“As a theoretical perspective, ‘queer’ functions as a verb meaning to trouble, subvert, make strange or perverse – its very invocation, queer scholars routinely explain, ruptures, overturns, blurs and decentres. Queer is about refusal, resistance indeterminacy, and transgression…” - Laura Doan, Disturbing Practices The Liverpool Queer Reading Group is starting this week, and is intended as an interdisciplinary reading group for Liverpool's universities and beyond. The monthly meetings aim to create a space in which members can engage with different theories, theorists and intersections in the field of queer studies. We will meet monthly in the John Foster Building, Liverpool John Moores University. All are welcome to our first session on Thursday 10th March at 5pm, John Foster Room 1.33, in which we will be ‘Introducing Queer Theory’. No preparation is needed as we’ll be discussing (provided) extracts from Maggie Nelson’s book The Argonauts. Just come along, or get in touch if you're interesting in joining: Email: queertheoryliverpool@gmail.com Twitter: @queer_liverpool Blog: https://queerliverpool.wordpress.com/   ...
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Bella Adams’s Pre-Show Talk at Liverpool Playhouse: A Raisin in the Sun

Bella Adams’s Pre-Show Talk at Liverpool Playhouse: A Raisin in the Sun

On Thursday 3rd March, LJMU English's Bella Adams will be giving a pre-show talk on Lorraine Hansberry's ground-breaking 1959 play A Raisin in the Sun, which is on at the Liverpool Playhouse from 2nd-5th March. James Baldwin claimed of the play that, ‘Never before, in the entire history of theatre, has so much of the truth of black people’s lives been seen on the stage'. Bella's talk will explore the cultural and political context of the play, and you can get tickets to hear her speak here. Bella said, 'My talk will focus on Lorraine Hansberry’s varied political interests, the critical reception of the play, the Chicago Southside setting and housing segregation. This wasn't a play I knew well before I heard it was coming to the Playhouse, and reading and researching it has been fascinating. In fact, I'm thinking of adding it to the reading list for my Race in America module next year.' If you're studying that module, or fancy seeing a fascinating...
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‘A Friend in Rose’: LJMU Drama & English Student at Luminous Landscapes

‘A Friend in Rose’: LJMU Drama & English Student at Luminous Landscapes

You know when you're wandering around Liverpool's Festival Gardens in the dark, clutching the hand of your grumpy five-year-old? Perhaps you don't. But imagine if you were, and you suddenly recognised one of the amazing people involved in the Lantern Company's Luminous Landscapes event as one of your students! Here, Siofra McKeon-Carter, a final year Drama and English student, answers my star-struck questions after a really memorable event: How did you get involved with the Lantern Company? I got involved through their student placements as I had worked with one of their team before on NCS The Challenge. (By that way, that's also a fab organisation for students to work for over the summer, and you can find out about them here.) What did you do as part of Luminous Landscapes?  I was part of the team working the puppet Rose, aka the 'old lady, keeper of the lakes'. Rose may be elderly, but she's also around ten feet tall. How did you prepare for your performances?  We actually met Rose about two...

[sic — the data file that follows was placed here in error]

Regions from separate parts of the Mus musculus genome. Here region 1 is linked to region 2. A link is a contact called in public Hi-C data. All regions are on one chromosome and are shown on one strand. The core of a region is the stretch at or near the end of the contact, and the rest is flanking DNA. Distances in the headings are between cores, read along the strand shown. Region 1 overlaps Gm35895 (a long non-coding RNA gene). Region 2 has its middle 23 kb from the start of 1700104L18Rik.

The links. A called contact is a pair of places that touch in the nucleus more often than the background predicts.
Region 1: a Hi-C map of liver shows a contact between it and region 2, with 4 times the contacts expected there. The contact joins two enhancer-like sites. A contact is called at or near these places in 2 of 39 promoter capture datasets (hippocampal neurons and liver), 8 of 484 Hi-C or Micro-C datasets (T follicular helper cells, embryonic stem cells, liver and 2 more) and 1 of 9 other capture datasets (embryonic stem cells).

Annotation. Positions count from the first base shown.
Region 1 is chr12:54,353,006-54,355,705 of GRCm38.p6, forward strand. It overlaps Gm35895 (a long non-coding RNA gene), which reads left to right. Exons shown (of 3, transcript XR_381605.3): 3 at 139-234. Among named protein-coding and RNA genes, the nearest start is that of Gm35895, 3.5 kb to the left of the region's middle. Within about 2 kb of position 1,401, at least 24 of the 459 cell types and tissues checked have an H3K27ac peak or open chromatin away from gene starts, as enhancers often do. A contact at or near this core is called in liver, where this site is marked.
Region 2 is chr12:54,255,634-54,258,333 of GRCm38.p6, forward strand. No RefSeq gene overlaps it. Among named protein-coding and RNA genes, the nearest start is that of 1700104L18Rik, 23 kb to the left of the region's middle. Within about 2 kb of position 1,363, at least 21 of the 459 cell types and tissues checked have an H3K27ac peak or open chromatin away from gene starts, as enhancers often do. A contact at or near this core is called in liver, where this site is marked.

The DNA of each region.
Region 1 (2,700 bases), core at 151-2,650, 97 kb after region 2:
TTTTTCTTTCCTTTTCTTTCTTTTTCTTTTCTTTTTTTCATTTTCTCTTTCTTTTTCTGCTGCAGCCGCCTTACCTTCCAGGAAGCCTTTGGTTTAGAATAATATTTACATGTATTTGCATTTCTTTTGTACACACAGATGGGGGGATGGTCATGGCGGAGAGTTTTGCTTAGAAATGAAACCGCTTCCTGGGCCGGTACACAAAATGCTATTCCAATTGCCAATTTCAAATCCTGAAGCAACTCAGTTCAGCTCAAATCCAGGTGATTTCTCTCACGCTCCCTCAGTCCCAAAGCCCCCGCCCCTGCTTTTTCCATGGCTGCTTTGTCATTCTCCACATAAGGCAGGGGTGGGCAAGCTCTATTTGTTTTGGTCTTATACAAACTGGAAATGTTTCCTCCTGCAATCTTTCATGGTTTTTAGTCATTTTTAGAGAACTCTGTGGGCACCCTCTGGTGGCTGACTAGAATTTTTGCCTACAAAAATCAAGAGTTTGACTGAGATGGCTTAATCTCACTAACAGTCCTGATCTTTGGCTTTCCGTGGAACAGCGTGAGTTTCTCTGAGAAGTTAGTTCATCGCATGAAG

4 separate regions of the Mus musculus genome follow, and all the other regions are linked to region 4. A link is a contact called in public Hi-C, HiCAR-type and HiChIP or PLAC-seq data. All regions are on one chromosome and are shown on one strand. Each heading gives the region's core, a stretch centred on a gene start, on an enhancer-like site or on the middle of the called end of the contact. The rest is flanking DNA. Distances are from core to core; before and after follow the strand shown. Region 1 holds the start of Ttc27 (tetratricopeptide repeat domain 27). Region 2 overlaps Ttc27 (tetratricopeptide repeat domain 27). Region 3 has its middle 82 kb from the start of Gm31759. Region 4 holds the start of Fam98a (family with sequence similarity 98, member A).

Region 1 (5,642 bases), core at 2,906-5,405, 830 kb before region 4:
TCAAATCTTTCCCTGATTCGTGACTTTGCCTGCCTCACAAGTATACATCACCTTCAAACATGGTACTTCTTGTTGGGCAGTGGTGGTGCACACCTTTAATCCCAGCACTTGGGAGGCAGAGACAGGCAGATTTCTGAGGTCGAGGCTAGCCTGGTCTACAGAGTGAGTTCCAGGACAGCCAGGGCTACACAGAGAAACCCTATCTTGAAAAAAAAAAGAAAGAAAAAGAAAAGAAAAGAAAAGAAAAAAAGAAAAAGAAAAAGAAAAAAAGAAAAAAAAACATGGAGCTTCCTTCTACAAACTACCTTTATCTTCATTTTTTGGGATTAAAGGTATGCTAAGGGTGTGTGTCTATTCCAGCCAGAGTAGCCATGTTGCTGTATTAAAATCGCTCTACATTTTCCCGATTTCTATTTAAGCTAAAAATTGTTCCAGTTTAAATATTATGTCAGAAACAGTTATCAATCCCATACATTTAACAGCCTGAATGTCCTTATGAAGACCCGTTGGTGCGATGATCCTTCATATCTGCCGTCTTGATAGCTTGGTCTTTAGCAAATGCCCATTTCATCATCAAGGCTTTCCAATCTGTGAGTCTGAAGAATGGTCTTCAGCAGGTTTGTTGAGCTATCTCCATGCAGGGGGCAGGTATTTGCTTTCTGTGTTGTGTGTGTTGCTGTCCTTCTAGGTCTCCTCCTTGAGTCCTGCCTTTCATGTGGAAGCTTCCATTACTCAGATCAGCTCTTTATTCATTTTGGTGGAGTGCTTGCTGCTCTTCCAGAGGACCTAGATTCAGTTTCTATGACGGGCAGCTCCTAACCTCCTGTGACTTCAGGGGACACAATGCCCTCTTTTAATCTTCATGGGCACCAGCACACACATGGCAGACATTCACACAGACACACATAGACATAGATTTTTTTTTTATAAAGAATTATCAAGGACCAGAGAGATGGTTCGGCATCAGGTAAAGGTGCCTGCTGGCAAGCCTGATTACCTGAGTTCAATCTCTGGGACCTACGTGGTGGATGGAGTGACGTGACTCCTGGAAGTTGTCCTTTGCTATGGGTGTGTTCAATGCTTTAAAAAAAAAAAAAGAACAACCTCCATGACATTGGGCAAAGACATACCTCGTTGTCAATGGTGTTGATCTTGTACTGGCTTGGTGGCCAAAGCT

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Writing Working-Class Womens’ Lives: LJMU English Students Speaking at Oxford University on International Women’s Day

Writing Working-Class Womens’ Lives: LJMU English Students Speaking at Oxford University on International Women’s Day

Students on the Level 6 LJMU English module 'Writing Lives' have been invited to share their research on working-class women’s autobiography at the Gender, Women and Culture seminar at Oxford University on the 8th March 2016. Soraya Nas and Catriona Parkinson, two of the module's student researchers, will be talking about their author blogs. Helen Rogers, who designed and runs this innovative module, will explain how LJMU English students are contributing to a public history project to create a digital archive of working-class autobiography in Britain, from the 17th to the 21st century. She will also discuss some of our preliminary findings about working-class women’s life-writing, based on our research on memoirs from the Burnett Archive of Working Class Autobiographies. Helen said 'We all feel particularly honoured that on International Women’s Day we will be involved in celebrating women’s lives, writing and history'. Soraya Nas will be talking about Elizabeth Rignall, born in Yorkshire in 1894. In her author blog, Soraya shows how Elizabeth’s memoir, All So Long Ago, ‘brings to light the...
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Liverpool 2016: City of … English Homework?

Liverpool 2016: City of … English Homework?